Electro Bass Lines

Starting in the underground and now infecting hip-hop and mainstream pop, the genre called electro combines elements of greasy funk and grimy synths. This booty-shaking, floor-stomping sound is one reason that artists like Wolfgang Gartner and deadmau5 sell out massive clubs and work the main stage at Coachella. Here’s how you can whip up electro’s signature wobbly, raw bass lines using the synths in Propellerhead Reason, plus your DAW of choice.
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0510 Dance Mix 1

Starting in the underground and now infecting hip-hop and mainstream pop, the genre called electro combines elements of greasy funk and grimy synths. This booty-shaking, floor-stomping sound is one reason that artists like Wolfgang Gartner and deadmau5 sell out massive clubs and work the main stage at Coachella. Here’s how you can whip up electro’s signature wobbly, raw bass lines using the synths in Propellerhead Reason, plus your DAW of choice.

Step 1. Start by making the classic electro bass synth patch — generally a sawtooth with a bit of added subs and the filter wide open. Starting with the Init patch on Reason’s Subtractor synth, turn on both oscillators and set the filter and amp envelope sustain to maximum. Set oscillator 1 to a sawtooth and oscillator 2 to a sine wave one octave lower. Then, adjust the oscillator mix to the right blend of sizzle and subs.

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 Audio examples begin with Step 2.

Step 2. Make a simple two- or three-note bass sequence. Use quarteror half-notes, and don’t worry at all about the rhythm — we’ll deal with that in step 4. Just get the notes recorded, render the sequence as audio, and save it some place where you can easily locate it.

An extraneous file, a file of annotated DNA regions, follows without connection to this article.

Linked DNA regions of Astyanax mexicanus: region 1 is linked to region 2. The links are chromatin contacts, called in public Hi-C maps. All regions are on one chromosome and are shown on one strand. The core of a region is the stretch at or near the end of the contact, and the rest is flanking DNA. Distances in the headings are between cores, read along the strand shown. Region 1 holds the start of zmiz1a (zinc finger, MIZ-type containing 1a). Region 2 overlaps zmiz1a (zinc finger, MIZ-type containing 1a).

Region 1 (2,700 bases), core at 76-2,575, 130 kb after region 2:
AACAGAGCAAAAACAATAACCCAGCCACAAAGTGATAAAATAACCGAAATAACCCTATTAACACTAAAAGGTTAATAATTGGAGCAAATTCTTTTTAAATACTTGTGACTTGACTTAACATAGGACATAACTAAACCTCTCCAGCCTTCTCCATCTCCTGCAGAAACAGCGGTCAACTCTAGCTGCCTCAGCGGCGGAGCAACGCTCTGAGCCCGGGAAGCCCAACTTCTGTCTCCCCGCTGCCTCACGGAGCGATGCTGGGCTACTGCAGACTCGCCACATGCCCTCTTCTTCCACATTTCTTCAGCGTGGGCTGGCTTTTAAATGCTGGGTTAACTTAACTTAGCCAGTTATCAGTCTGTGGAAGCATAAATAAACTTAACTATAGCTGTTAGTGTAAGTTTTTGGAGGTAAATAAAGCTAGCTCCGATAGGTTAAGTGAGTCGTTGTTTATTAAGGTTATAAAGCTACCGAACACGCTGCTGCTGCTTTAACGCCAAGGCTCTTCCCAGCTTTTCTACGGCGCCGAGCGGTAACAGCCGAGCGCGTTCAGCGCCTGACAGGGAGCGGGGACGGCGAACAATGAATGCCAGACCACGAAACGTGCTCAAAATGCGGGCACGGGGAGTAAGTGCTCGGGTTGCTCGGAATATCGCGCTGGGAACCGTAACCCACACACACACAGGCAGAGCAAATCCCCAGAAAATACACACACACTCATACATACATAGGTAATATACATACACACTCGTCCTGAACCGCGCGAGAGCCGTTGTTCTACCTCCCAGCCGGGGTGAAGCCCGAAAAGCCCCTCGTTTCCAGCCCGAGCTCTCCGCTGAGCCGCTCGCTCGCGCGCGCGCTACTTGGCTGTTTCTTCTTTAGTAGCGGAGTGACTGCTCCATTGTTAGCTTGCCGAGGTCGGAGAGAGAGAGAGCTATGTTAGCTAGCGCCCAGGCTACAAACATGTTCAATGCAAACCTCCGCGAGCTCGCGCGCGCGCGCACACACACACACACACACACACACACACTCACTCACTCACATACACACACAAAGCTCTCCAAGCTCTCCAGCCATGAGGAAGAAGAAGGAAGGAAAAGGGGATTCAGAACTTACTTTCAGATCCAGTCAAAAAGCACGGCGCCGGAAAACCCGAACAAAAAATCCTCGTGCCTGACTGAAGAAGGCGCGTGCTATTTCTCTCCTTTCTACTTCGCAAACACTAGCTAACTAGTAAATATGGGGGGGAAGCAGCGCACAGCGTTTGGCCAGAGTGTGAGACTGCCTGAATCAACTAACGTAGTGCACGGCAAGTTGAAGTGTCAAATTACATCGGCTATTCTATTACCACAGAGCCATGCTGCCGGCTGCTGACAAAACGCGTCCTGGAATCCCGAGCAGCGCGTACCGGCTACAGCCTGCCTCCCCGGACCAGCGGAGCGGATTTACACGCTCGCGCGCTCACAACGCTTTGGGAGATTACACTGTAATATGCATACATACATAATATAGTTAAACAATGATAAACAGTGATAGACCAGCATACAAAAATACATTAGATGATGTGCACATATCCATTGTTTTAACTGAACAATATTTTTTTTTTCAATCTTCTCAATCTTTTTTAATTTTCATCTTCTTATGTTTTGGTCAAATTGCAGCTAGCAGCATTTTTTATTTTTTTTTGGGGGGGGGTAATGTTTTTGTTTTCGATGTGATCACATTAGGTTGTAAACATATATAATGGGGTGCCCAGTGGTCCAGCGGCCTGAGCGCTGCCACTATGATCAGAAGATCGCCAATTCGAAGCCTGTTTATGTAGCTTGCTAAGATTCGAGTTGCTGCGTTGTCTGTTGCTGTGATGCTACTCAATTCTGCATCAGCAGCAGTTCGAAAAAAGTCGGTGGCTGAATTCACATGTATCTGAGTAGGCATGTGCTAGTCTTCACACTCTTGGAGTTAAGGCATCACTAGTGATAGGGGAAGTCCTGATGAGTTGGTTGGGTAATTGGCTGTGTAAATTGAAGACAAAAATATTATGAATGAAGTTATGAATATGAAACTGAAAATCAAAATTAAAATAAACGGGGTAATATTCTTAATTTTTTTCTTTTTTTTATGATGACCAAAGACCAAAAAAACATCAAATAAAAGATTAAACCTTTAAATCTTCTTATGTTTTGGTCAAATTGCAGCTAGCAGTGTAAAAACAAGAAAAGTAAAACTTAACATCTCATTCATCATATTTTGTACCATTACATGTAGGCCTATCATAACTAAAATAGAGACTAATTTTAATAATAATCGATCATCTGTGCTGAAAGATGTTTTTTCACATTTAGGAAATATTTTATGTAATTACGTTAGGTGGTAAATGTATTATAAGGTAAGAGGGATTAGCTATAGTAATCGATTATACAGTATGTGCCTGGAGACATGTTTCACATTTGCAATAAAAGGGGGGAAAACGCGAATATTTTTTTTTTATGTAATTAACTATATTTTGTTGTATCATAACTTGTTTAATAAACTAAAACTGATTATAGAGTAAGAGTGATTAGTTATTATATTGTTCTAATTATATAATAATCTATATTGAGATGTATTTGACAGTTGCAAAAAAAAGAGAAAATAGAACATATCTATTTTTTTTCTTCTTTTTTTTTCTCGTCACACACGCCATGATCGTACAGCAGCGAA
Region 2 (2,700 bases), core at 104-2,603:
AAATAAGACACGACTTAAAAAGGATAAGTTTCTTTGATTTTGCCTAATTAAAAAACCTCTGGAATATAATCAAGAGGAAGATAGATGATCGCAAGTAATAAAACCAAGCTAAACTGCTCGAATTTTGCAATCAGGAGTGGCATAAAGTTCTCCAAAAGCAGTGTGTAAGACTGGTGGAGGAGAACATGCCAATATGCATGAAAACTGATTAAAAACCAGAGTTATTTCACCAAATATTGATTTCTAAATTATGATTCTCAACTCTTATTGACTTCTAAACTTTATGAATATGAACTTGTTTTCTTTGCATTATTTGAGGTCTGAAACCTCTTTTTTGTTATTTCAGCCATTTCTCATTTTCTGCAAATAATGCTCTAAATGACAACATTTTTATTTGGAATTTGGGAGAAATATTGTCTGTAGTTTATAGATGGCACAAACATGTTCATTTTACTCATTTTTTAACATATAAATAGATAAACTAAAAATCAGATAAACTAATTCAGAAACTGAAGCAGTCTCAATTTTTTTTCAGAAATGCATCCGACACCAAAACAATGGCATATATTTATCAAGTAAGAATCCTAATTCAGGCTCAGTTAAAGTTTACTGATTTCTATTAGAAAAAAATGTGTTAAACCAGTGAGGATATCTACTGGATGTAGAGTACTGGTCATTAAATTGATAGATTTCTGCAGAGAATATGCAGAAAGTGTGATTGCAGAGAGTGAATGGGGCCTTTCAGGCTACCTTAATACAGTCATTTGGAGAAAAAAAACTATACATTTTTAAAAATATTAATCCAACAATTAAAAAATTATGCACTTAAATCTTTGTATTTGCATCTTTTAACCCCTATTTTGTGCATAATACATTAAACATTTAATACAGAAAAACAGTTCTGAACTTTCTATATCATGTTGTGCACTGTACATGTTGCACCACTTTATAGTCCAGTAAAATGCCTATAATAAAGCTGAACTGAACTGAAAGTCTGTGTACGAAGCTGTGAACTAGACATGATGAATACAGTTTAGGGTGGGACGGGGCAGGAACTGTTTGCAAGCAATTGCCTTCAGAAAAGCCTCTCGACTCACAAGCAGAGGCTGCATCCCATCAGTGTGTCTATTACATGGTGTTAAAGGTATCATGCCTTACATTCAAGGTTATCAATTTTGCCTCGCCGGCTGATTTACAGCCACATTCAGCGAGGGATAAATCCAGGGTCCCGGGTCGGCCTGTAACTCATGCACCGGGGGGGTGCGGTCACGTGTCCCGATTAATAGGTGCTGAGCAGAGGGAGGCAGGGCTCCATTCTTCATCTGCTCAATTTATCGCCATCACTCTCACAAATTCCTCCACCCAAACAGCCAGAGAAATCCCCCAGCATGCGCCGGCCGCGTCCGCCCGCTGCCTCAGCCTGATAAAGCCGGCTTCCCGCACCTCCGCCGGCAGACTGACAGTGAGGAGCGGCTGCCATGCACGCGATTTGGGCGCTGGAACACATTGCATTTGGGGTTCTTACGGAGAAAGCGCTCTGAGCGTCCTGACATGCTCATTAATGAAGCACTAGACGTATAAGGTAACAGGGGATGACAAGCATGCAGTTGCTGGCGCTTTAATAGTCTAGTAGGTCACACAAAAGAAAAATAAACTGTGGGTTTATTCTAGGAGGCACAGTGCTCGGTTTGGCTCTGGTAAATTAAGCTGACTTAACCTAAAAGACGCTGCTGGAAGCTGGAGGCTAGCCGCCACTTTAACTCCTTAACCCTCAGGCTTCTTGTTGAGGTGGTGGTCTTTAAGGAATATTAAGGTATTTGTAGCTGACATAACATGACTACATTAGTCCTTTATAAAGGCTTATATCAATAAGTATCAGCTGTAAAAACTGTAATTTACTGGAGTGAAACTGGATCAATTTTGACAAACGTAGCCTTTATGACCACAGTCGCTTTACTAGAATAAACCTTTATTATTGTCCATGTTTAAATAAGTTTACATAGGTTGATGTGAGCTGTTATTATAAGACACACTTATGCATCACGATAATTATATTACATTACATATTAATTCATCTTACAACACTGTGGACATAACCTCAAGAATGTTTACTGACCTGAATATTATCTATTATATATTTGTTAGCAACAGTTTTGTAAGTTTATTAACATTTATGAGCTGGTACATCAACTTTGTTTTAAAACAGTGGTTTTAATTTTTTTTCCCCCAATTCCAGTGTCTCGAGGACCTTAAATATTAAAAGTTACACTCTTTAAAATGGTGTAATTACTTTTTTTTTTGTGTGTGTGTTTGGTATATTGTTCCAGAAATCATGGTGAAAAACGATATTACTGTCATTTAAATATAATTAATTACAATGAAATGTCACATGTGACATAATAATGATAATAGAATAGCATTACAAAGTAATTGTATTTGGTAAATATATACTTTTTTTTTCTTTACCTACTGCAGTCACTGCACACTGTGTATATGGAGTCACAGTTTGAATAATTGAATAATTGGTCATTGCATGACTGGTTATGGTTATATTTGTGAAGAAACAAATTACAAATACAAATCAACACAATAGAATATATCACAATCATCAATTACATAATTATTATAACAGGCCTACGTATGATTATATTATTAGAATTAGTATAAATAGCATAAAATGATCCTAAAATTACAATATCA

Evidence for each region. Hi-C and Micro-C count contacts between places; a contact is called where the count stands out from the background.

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Step 3. Choose a single note from your original sequence and make a new sequence that’s a sustained four-measure drone on that note. Set the LFO to a triangle wave controlling both oscillators, and create a big wobble. Experiment with different rates, like eighth- or quarter-note sweeps. Be sure to match Reason’s tempo to that of your audio track — 128 is common for electro tracks. Again, render the audio and keep track of the resulting file.

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Step 4. Now we’re ready to make the bass line. Import both files into your DAW and place them on the same track. Using your DAW’s editing tools, snip small segments from each file and re-edit them to form a new one- or twomeasure bass line. Use the notes from the first file as the musical content, and the swoops from the LFO-based second file for the pitch wiggles.

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Step 5. Time to add effects! Filtering and distortion are a great place to start. Here, we rolled off a touch of the highs to make room for the distortion, then applied a fairly extreme amount of Ableton’s Saturator device. The drum loop came from Sample Magic’s excellent Electro-House library, available at bigfishaudio.com.

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